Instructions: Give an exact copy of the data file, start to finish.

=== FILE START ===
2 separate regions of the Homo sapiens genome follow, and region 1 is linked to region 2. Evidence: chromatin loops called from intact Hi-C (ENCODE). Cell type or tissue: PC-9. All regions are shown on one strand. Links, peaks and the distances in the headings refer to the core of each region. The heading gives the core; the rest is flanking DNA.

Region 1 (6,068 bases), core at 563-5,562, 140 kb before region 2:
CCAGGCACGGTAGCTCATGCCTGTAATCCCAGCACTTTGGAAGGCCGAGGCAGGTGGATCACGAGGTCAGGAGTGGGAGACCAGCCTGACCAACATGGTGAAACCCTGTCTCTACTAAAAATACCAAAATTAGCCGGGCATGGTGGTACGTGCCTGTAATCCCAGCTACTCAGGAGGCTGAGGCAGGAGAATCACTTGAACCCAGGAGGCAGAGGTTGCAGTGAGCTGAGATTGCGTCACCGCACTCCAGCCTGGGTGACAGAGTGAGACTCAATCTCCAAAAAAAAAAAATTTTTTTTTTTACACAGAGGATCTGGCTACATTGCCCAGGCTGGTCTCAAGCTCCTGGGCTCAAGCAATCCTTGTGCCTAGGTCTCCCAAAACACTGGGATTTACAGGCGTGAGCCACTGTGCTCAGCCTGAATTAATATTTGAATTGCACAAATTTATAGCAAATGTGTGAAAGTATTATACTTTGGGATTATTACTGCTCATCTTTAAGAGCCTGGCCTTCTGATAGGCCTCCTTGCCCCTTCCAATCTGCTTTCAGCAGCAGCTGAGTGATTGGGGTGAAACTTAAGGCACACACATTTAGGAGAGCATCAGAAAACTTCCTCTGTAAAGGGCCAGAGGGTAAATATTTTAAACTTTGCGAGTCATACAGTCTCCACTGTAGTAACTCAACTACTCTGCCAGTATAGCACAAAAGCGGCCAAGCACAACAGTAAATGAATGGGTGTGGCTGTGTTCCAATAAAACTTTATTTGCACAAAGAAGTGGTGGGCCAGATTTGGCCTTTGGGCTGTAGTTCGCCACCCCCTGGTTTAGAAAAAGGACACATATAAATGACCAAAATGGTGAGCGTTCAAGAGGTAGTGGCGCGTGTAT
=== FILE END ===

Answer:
2 separate regions of the Homo sapiens genome follow, and region 1 is linked to region 2. Evidence: chromatin loops called from intact Hi-C (ENCODE). Cell type or tissue: PC-9. All regions are shown on one strand. Links, peaks and the distances in the headings refer to the core of each region. The heading gives the core; the rest is flanking DNA.

Region 1 (6,068 bases), core at 563-5,562, 140 kb before region 2:
CCAGGCACGGTAGCTCATGCCTGTAATCCCAGCACTTTGGAAGGCCGAGGCAGGTGGATCACGAGGTCAGGAGTGGGAGACCAGCCTGACCAACATGGTGAAACCCTGTCTCTACTAAAAATACCAAAATTAGCCGGGCATGGTGGTACGTGCCTGTAATCCCAGCTACTCAGGAGGCTGAGGCAGGAGAATCACTTGAACCCAGGAGGCAGAGGTTGCAGTGAGCTGAGATTGCGTCACCGCACTCCAGCCTGGGTGACAGAGTGAGACTCAATCTCCAAAAAAAAAAAATTTTTTTTTTTACACAGAGGATCTGGCTACATTGCCCAGGCTGGTCTCAAGCTCCTGGGCTCAAGCAATCCTTGTGCCTAGGTCTCCCAAAACACTGGGATTTACAGGCGTGAGCCACTGTGCTCAGCCTGAATTAATATTTGAATTGCACAAATTTATAGCAAATGTGTGAAAGTATTATACTTTGGGATTATTACTGCTCATCTTTAAGAGCCTGGCCTTCTGATAGGCCTCCTTGCCCCTTCCAATCTGCTTTCAGCAGCAGCTGAGTGATTGGGGTGAAACTTAAGGCACACACATTTAGGAGAGCATCAGAAAACTTCCTCTGTAAAGGGCCAGAGGGTAAATATTTTAAACTTTGCGAGTCATACAGTCTCCACTGTAGTAACTCAACTACTCTGCCAGTATAGCACAAAAGCGGCCAAGCACAACAGTAAATGAATGGGTGTGGCTGTGTTCCAATAAAACTTTATTTGCACAAAGAAGTGGTGGGCCAGATTTGGCCTTTGGGCTGTAGTTCGCCACCCCCTGGTTTAGAAAAAGGACACATATAAATGACCAAAATGGTGAGCGTTCAAGAGGTAGTGGCGCGTGTAT